8. The importance of including concurrent comprehension work from the very outset of reading instruction. In the 1980s, Presley, Durkin, and others began advocating the direct teaching of comprehension. Because I believe that reading is NOT a natural act (i.e. it is a learned behavior, not an inborn behavior) I believe the need for direct and explicit teaching of comprehension skills exists. Some educators believe that rather than a constellation of strategies, there is really just one overall strategy for comprehension, a generalized problem-solving strategy. Whichever way teachers approach it, as a constellation or a single factor strategy, the fact remains the direct instruction in comprehension is imperative. I believe the advice of some current advocates of the simple view of reading is that the majority of the time in early literacy instruction be spent on decoding, with time for comprehension instruction being left for later grades, perhaps as late as the beginning of third grade. I do not recommend or support that approach.
9. The Dyslexic child
This topic is important enough and complex enough to merit its own separate section. It will be the topic of next week’s blog. My preview statement to that entry is that there is no question that the Dyslexic student exists. Dyslexic students require the kind of complete/intense approach to phonics that is found in programs like Orton Gillingham. A friend who does a great deal of work with Dyslexic students reports there are several programs that are OG influenced This means they are multisensory, explicit, systematic, sequential, and cumulative. These include programs like Barton Reading & Spelling System, The Wilson Reading System and Take Flight and Spire. How all this might fit into an overall literacy program will be discussed at length in the next blog entry.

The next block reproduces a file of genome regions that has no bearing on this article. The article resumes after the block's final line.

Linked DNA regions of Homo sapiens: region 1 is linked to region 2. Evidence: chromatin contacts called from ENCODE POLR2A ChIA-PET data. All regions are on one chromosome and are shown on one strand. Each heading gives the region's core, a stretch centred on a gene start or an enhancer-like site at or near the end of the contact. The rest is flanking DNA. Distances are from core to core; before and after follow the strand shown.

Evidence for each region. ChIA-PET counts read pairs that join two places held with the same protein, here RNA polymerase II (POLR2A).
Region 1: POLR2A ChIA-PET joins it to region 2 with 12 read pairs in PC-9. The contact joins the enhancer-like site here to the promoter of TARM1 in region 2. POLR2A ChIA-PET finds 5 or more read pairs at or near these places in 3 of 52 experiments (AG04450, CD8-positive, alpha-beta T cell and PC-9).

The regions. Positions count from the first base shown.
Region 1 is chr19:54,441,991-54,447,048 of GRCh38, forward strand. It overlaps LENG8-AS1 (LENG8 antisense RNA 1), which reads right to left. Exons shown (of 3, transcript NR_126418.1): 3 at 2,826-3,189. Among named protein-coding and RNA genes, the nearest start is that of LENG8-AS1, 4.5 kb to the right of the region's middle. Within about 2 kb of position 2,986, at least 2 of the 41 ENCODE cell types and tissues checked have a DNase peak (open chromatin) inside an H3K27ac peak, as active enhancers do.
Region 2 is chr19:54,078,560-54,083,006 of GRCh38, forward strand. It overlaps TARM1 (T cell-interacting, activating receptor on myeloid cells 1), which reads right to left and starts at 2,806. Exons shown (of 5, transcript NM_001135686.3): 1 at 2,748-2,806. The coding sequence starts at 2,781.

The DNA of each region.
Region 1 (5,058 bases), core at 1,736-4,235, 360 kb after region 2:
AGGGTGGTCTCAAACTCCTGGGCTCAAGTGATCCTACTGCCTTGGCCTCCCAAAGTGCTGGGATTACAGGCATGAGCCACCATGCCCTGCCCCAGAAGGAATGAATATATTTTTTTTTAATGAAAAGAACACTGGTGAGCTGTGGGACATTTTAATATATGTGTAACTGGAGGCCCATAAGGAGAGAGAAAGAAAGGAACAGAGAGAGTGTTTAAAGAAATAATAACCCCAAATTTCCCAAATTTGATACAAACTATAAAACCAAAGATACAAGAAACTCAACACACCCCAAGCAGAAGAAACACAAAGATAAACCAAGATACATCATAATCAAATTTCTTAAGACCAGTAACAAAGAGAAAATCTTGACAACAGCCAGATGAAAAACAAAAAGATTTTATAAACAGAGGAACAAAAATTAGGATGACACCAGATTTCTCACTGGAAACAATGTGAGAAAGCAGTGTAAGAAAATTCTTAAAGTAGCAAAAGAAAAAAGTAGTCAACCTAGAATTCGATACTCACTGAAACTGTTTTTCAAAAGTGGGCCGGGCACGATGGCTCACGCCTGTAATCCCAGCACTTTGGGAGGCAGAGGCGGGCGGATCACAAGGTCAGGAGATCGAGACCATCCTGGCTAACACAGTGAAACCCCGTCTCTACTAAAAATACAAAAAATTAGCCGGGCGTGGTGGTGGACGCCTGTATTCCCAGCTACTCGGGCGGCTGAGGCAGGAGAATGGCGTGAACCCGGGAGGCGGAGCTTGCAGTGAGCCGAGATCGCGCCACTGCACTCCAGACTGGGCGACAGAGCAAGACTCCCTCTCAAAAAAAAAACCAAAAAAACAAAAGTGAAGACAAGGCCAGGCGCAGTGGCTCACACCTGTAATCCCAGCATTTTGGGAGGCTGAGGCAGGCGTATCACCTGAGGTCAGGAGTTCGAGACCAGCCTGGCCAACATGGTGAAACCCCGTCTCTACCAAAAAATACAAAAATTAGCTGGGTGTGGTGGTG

Conclusion- I’ll end where I began. Improve teacher education so that teachers know about sound-symbol relations. Teachers should be educated in and then empowered to use a variety of approaches to teaching phonics. Comprehension and decoding should be taught concurrently from the very beginning of literacy instruction.
As much as possible I’ve tried to make this entry in the spirit of dialogue rather than debate. I hope I have at least been successful in part in doing that. My final thought is this. While most of us might think of ourselves as working for a particular district or organization or whatever, in point of fact none of those folks are the real boss. The kids are our real boss. They don’t care who wins the reading wars or even that the reading wars continue to rage. They do care that their teacher can help them. They need to know their teacher will do everything possible to help. For teachers that might mean conceding that sometimes the “other side” just might have something that will help this particular child. If they do, then within the bounds of propriety, for goodness sakes use it! When I did my training to become a reading specialist (more years ago than I care to admit), my university instilled in all of us a belief that there is always something that can help this particular child. It’s our job to find it. Fellow teachers, I pass that job on to you. Administrators and policy makers, please give the teachers the training and the permission to use the best methods for THAT PARTICULAR CHILD. Don’t make them throw away things that are working. Do ask them to keep an open mind about new things that might also help. And most of all, find ways to listen to them. They know your kids best and can give you feedback about them. Take advantage of that knowledge as you develop your district-wide plans. If we did all this, I believe this Gordian knot can be cut and we can finally get down to the business we’re all supposed to be about. That is the business of helping kids learn the joys and benefits that literacy in all its’ forms can bring into their lives. When all that happens, then I think the literacy evolution will have happened. I am so looking forward to that day!
Happy Reading and Writing
Dr. Sam Bommarito (aka, the glass half full kind of a guy)
Copyright 2019 by Dr. Sam Bommarito. Views/interpretations expressed here are solely the view of this author and do not necessarily reflect the views of any other person or organization.